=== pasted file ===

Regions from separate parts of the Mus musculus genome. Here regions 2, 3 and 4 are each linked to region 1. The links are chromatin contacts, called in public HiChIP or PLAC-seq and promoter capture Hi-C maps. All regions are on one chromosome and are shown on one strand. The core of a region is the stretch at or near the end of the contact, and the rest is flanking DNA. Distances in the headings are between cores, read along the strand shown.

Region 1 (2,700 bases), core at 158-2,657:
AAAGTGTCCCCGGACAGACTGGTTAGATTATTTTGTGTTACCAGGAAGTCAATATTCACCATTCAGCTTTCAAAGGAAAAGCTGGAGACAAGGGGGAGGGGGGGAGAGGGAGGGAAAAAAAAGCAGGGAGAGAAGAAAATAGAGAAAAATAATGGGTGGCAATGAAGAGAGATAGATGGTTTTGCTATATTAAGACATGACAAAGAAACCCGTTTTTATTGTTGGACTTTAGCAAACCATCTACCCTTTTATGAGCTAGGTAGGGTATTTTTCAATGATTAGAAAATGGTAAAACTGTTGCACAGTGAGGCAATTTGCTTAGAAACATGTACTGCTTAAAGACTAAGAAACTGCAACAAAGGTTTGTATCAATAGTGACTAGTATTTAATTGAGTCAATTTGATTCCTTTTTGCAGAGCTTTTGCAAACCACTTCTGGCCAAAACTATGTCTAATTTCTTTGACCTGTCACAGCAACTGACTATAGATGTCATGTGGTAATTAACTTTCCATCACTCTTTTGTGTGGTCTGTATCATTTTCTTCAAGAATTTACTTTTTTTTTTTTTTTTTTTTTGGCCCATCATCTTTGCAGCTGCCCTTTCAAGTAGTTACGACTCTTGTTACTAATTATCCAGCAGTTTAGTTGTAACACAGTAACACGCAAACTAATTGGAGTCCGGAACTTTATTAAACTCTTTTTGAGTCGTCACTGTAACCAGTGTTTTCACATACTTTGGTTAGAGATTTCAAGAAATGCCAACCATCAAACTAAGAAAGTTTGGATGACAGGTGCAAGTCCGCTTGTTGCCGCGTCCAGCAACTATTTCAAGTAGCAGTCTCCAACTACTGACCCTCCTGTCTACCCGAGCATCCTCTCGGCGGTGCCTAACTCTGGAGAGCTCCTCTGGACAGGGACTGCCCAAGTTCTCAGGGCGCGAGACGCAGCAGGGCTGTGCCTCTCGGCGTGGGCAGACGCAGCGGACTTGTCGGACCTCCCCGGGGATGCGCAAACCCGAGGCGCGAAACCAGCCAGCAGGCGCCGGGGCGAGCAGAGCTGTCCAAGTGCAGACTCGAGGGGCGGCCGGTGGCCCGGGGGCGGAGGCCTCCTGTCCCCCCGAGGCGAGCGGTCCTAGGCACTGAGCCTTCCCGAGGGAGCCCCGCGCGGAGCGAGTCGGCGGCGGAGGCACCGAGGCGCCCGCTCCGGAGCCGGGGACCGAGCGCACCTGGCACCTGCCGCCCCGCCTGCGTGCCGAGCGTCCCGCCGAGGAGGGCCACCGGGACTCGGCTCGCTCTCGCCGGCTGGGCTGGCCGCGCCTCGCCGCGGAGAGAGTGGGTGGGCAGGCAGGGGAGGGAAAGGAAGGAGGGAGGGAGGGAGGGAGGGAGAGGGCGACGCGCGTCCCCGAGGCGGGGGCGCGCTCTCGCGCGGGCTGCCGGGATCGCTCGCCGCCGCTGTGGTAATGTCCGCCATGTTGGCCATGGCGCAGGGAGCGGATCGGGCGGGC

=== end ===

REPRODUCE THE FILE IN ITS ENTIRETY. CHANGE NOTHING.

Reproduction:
Regions from separate parts of the Mus musculus genome. Here regions 2, 3 and 4 are each linked to region 1. The links are chromatin contacts, called in public HiChIP or PLAC-seq and promoter capture Hi-C maps. All regions are on one chromosome and are shown on one strand. The core of a region is the stretch at or near the end of the contact, and the rest is flanking DNA. Distances in the headings are between cores, read along the strand shown.

Region 1 (2,700 bases), core at 158-2,657:
AAAGTGTCCCCGGACAGACTGGTTAGATTATTTTGTGTTACCAGGAAGTCAATATTCACCATTCAGCTTTCAAAGGAAAAGCTGGAGACAAGGGGGAGGGGGGGAGAGGGAGGGAAAAAAAAGCAGGGAGAGAAGAAAATAGAGAAAAATAATGGGTGGCAATGAAGAGAGATAGATGGTTTTGCTATATTAAGACATGACAAAGAAACCCGTTTTTATTGTTGGACTTTAGCAAACCATCTACCCTTTTATGAGCTAGGTAGGGTATTTTTCAATGATTAGAAAATGGTAAAACTGTTGCACAGTGAGGCAATTTGCTTAGAAACATGTACTGCTTAAAGACTAAGAAACTGCAACAAAGGTTTGTATCAATAGTGACTAGTATTTAATTGAGTCAATTTGATTCCTTTTTGCAGAGCTTTTGCAAACCACTTCTGGCCAAAACTATGTCTAATTTCTTTGACCTGTCACAGCAACTGACTATAGATGTCATGTGGTAATTAACTTTCCATCACTCTTTTGTGTGGTCTGTATCATTTTCTTCAAGAATTTACTTTTTTTTTTTTTTTTTTTTTGGCCCATCATCTTTGCAGCTGCCCTTTCAAGTAGTTACGACTCTTGTTACTAATTATCCAGCAGTTTAGTTGTAACACAGTAACACGCAAACTAATTGGAGTCCGGAACTTTATTAAACTCTTTTTGAGTCGTCACTGTAACCAGTGTTTTCACATACTTTGGTTAGAGATTTCAAGAAATGCCAACCATCAAACTAAGAAAGTTTGGATGACAGGTGCAAGTCCGCTTGTTGCCGCGTCCAGCAACTATTTCAAGTAGCAGTCTCCAACTACTGACCCTCCTGTCTACCCGAGCATCCTCTCGGCGGTGCCTAACTCTGGAGAGCTCCTCTGGACAGGGACTGCCCAAGTTCTCAGGGCGCGAGACGCAGCAGGGCTGTGCCTCTCGGCGTGGGCAGACGCAGCGGACTTGTCGGACCTCCCCGGGGATGCGCAAACCCGAGGCGCGAAACCAGCCAGCAGGCGCCGGGGCGAGCAGAGCTGTCCAAGTGCAGACTCGAGGGGCGGCCGGTGGCCCGGGGGCGGAGGCCTCCTGTCCCCCCGAGGCGAGCGGTCCTAGGCACTGAGCCTTCCCGAGGGAGCCCCGCGCGGAGCGAGTCGGCGGCGGAGGCACCGAGGCGCCCGCTCCGGAGCCGGGGACCGAGCGCACCTGGCACCTGCCGCCCCGCCTGCGTGCCGAGCGTCCCGCCGAGGAGGGCCACCGGGACTCGGCTCGCTCTCGCCGGCTGGGCTGGCCGCGCCTCGCCGCGGAGAGAGTGGGTGGGCAGGCAGGGGAGGGAAAGGAAGGAGGGAGGGAGGGAGGGAGGGAGAGGGCGACGCGCGTCCCCGAGGCGGGGGCGCGCTCTCGCGCGGGCTGCCGGGATCGCTCGCCGCCGCTGTGGTAATGTCCGCCATGTTGGCCATGGCGCAGGGAGCGGATCGGGCGGGC